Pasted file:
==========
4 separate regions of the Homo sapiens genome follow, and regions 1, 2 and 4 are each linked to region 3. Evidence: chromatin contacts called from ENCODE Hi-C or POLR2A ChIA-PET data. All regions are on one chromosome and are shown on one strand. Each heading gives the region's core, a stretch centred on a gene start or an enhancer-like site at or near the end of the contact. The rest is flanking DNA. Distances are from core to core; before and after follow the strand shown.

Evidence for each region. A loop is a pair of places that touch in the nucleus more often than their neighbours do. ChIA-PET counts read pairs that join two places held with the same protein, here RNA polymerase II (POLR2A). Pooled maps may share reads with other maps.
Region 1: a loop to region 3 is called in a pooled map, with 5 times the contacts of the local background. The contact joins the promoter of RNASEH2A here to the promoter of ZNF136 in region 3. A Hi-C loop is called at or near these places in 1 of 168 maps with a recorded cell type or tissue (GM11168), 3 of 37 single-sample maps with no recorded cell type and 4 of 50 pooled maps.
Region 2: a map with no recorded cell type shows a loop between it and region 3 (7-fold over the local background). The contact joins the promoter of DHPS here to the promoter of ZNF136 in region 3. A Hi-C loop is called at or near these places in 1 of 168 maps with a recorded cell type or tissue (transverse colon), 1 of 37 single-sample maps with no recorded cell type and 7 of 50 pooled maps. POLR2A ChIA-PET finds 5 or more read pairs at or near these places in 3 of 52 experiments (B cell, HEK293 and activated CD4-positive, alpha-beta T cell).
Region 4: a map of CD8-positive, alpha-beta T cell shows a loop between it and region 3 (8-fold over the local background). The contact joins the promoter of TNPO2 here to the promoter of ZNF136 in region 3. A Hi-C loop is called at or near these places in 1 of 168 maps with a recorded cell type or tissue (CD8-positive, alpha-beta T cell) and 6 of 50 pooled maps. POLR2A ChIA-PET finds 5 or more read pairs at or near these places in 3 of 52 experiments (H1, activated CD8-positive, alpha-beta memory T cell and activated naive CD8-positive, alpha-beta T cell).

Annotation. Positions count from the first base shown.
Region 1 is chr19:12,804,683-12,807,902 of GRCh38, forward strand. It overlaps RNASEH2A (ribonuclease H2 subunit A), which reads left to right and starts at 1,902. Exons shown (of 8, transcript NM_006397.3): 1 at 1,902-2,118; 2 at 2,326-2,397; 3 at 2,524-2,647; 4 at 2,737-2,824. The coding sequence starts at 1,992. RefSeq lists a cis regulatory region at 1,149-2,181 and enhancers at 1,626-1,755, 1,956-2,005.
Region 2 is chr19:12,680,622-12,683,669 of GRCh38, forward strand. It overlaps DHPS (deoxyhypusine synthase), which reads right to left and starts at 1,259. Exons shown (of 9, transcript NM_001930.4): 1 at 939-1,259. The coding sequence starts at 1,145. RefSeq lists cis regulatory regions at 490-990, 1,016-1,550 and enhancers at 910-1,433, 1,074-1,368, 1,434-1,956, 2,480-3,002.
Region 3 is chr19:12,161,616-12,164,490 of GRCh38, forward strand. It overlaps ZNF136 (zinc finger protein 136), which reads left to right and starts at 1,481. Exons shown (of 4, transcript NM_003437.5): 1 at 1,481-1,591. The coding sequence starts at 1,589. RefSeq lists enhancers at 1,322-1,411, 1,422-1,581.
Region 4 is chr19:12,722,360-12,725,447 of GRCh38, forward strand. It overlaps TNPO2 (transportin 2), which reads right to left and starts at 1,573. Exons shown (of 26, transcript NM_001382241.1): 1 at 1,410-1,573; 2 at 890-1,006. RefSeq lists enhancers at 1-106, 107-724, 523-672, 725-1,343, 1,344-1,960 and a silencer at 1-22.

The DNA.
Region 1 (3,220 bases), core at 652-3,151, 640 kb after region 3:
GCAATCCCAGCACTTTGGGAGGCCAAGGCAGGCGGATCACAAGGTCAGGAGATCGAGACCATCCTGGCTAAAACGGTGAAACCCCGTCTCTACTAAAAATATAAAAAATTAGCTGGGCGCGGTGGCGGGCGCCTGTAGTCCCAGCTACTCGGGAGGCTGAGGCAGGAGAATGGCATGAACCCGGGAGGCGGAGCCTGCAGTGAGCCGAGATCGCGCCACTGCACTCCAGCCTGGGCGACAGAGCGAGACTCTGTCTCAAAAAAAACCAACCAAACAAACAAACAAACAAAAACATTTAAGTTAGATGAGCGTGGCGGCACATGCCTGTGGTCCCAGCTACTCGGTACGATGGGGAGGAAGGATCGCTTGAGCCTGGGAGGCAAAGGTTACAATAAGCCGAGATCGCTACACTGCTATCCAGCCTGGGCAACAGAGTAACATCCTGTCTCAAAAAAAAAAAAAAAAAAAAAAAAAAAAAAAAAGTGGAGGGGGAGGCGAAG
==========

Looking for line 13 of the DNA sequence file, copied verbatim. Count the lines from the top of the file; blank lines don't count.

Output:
GCAATCCCAGCACTTTGGGAGGCCAAGGCAGGCGGATCACAAGGTCAGGAGATCGAGACCATCCTGGCTAAAACGGTGAAACCCCGTCTCTACTAAAAATATAAAAAATTAGCTGGGCGCGGTGGCGGGCGCCTGTAGTCCCAGCTACTCGGGAGGCTGAGGCAGGAGAATGGCATGAACCCGGGAGGCGGAGCCTGCAGTGAGCCGAGATCGCGCCACTGCACTCCAGCCTGGGCGACAGAGCGAGACTCTGTCTCAAAAAAAACCAACCAAACAAACAAACAAACAAAAACATTTAAGTTAGATGAGCGTGGCGGCACATGCCTGTGGTCCCAGCTACTCGGTACGATGGGGAGGAAGGATCGCTTGAGCCTGGGAGGCAAAGGTTACAATAAGCCGAGATCGCTACACTGCTATCCAGCCTGGGCAACAGAGTAACATCCTGTCTCAAAAAAAAAAAAAAAAAAAAAAAAAAAAAAAAAGTGGAGGGGGAGGCGAAG